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Old 30th Jan 2003, 10:20
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One thing to be learnt from this thread, is that all UK Pilots owe it to themselves to be a member of either Balpa or IPA.
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Old 30th Jan 2003, 11:15
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Should I stay with BALPA as an independant helicopter pilot when the only time I hear from them is the annual email to find out my salary so they can charge me the right amount :-)

BALPA. British Airways Lunch Provision Association.;-);-)

n.b I have cancelled my membership to BALPA. Now we'll see how long it takes them to acknowledge the fact.
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Old 30th Jan 2003, 11:29
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My first airline was non BALPA, but a few pilots were members. While the airline was in administration, but before it went into receivership, the pilots were all made redundant with no notice or pay in lieu. BALPA's advice? Roll over and let them tickle your tummy. A couple of pilots used the legal advice available with their house insurance to seek a second opinion. As a direct result of their efforts the law was retrospectively changed 5 years later, and the pilots were paid in lieu of notice. Surely this would have been a perfect test case for BALPA to have taken up in the first place. Unfortunately we were just a small regional airline and they didn't bother.

Notwithstanding the above I later joined BALPA for the security of membership. As a First Officer the fee (in not %) seemed a reasonable sum of money. However, later on as a Captain and then training Captain, the fee (again in not %) seemed exhorbitant. So I wrote to BALPA to resign.

The reply from BALPA was staggering in its arrogance. My application to resign would be considered at the next commitee meeting! Hello, I've already gone and my direct debit is cancelled, you can discuss it untill you're blue in the face, but I ain't coming back.

I would like to think that BALPA has learn't a few lessons since then and is more inclusive, but I'm quite comfortable on the outside and have no plans to return.

I have not tried the IPA/IPF, but would do so before I went back to BALPA.
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Old 30th Jan 2003, 11:58
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Over a year ago I was working for a Private company as the sole company pilot but when I was offered to join very large IT operator, my boss decided to act against me and played oen or two dirty tricks.
Not knowing what to do and after I had lost the opportunity to join this career airline (the offer was withdrawn), I turned to BALPA and their legal department.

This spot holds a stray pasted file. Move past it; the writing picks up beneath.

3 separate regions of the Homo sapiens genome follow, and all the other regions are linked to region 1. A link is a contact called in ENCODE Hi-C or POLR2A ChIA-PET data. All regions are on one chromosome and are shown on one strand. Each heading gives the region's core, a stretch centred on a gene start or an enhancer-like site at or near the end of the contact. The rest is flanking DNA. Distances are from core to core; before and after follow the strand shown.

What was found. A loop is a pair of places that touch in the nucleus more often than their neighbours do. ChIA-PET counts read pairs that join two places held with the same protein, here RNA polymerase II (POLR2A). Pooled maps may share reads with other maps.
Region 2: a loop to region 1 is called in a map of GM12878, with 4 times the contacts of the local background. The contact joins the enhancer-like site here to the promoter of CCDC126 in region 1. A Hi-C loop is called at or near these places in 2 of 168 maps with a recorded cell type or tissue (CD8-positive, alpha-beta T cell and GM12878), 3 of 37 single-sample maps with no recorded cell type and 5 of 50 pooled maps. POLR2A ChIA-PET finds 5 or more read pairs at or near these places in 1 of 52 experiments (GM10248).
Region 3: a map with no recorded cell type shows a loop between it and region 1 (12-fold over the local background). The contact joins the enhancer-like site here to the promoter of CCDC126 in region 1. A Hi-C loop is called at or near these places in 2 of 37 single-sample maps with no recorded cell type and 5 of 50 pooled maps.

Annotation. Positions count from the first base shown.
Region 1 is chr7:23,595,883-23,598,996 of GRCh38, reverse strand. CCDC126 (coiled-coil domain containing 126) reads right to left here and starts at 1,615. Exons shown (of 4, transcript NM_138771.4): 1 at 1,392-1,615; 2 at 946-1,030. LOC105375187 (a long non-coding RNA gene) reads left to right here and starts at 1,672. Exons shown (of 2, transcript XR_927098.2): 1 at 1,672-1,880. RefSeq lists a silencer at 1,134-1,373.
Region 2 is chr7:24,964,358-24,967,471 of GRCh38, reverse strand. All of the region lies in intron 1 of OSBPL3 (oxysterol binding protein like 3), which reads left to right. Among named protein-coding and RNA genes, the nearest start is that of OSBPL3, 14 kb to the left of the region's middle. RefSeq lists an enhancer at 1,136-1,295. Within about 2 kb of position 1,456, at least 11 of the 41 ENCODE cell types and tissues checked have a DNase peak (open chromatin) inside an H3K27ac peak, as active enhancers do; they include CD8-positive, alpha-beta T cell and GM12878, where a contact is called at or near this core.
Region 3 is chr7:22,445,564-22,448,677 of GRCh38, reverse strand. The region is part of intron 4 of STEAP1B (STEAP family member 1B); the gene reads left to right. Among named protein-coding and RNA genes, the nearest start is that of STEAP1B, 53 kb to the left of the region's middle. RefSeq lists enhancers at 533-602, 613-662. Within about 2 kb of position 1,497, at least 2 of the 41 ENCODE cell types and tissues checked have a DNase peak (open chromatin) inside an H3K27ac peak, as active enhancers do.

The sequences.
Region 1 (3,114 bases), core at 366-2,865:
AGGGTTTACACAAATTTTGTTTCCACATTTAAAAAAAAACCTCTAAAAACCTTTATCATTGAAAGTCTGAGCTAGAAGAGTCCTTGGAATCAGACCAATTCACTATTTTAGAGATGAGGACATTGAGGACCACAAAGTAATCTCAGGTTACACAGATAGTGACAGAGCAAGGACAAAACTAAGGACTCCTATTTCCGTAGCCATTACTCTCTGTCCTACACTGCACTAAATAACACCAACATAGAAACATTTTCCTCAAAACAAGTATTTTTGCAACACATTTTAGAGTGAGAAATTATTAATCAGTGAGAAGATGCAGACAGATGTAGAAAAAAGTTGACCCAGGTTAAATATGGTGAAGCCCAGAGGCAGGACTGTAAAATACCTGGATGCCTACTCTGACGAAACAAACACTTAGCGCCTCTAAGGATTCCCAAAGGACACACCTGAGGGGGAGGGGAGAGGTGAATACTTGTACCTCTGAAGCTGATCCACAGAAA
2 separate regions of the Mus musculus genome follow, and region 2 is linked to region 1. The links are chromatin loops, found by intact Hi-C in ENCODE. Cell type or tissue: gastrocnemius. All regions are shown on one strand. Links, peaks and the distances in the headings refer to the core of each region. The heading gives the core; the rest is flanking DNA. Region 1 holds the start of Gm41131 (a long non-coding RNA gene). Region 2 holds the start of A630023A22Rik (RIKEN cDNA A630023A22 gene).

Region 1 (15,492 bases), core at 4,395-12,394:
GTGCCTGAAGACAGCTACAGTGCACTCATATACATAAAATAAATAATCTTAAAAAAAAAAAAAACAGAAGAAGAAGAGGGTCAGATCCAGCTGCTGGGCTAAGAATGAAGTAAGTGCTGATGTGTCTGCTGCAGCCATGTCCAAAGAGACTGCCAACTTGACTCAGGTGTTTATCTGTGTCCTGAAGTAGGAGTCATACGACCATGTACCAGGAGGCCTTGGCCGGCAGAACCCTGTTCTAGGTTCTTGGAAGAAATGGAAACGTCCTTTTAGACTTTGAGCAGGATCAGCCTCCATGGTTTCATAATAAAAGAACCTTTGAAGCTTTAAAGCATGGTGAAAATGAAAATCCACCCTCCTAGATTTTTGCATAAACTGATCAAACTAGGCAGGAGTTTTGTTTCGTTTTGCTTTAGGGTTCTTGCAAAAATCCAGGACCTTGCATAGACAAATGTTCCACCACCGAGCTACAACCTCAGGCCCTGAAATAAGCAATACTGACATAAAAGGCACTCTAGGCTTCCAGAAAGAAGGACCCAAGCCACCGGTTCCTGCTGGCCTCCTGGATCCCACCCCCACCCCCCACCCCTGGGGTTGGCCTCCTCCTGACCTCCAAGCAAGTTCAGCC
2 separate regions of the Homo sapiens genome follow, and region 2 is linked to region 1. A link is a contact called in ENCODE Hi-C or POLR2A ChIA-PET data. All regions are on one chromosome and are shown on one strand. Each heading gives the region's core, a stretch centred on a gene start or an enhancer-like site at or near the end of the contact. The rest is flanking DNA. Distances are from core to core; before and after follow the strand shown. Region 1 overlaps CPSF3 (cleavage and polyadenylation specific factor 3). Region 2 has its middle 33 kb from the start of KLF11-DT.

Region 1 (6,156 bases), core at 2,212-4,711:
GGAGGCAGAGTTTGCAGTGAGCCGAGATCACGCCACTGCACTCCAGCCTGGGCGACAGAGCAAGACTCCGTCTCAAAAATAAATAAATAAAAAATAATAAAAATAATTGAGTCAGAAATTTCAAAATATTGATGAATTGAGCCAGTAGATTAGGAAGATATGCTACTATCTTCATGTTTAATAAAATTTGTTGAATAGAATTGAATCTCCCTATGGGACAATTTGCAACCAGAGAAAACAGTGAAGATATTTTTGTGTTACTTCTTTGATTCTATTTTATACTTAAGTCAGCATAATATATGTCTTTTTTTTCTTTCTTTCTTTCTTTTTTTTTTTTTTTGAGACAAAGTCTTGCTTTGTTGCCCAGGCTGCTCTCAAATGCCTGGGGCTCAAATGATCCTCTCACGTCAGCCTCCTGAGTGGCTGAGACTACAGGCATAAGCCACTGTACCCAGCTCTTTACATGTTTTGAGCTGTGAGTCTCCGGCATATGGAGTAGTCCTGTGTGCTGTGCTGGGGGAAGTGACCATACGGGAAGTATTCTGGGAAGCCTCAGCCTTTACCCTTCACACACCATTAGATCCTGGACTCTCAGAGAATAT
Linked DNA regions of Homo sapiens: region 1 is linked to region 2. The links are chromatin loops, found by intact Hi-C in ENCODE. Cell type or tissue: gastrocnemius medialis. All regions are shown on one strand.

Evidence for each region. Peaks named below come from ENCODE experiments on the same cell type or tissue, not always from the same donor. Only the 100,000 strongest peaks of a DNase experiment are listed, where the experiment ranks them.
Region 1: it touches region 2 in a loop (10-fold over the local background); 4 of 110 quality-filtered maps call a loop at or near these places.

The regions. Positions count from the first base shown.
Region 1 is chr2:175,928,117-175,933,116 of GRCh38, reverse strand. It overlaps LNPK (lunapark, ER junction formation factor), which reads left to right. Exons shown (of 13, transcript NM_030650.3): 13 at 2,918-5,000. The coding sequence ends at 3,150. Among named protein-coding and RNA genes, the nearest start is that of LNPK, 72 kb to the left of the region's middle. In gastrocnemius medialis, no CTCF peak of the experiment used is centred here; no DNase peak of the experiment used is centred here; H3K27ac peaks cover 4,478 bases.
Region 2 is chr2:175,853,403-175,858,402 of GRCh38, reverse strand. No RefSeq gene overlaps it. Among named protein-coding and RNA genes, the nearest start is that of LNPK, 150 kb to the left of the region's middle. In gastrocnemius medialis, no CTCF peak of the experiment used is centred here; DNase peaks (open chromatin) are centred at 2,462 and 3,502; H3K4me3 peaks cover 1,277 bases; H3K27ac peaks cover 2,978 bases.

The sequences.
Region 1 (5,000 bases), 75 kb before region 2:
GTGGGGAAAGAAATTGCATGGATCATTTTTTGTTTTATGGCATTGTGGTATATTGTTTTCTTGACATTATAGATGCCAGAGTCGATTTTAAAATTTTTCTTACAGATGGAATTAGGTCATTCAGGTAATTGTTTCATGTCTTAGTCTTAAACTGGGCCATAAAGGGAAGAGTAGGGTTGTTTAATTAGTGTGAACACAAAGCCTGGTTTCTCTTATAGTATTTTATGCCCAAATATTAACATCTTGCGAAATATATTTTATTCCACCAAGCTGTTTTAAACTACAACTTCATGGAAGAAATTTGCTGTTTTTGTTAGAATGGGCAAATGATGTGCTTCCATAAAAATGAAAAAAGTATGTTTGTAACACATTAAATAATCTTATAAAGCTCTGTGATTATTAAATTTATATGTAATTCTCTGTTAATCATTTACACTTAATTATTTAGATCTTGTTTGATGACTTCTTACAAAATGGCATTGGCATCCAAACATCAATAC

Indeed on top of having managed to make me lose my new position, the company was now asking for a full refund of the outstanding bond.
Not a partial refund (pro-rata) but the entire amount and equivalent to about 7500.
BALPA took charge of the dossier and kept me informed of the proceedings by email as I had to get a job quickly, anywhere, which lead me to a remote part of the world.

Well since then, I have had not to pay a penny toward that bond (breach of contract from the employer) and nothing toward legal fees.
So if someone ask me what my 1% are for and what BALPA has evr done to me, I have something to talk about and can only be grateful they were here for me, a lowly GA pilot in a non unionised company.

Saying that, I had the pleasure to deal with Trevor Newton who used to run the LGW job centre for pilots and who is now working for the IPA. He certainly was an asset for those like me who were trying to break in the industry and I am sure he s able to be even more efficient within the IPA.

I can't compare BALPA and the IPA as I am a member of only one (I don't believe in split personality) but I can recognise the value of one and I don't think the IPA or anyone else could have done a better job in sorting my situation out.

Also I am with Lou Scannon on that one.
Whether it is the IPA or BALPA we are talking about, Unions are by definition, made of people getting their strenghts together to achieve a common goal. If the member don't take an active part (paying a membership is the beginning), then I can't see why the office staffs down in New Road, should.

In conclusion, whichever one we should chose to join remains an individual's choice but a balanced assessment and potential benefits should be looked at closely. We all have different views, opinions, background and life experiences so this should affect our choices too and I for one, will not try to convince anybody to join BALPA. I made my choice that's all.

Edited because I have just read Bus14's post and thought that I should add that I am still paying a rather small fee, so I take his comment about a Captain's wages on board.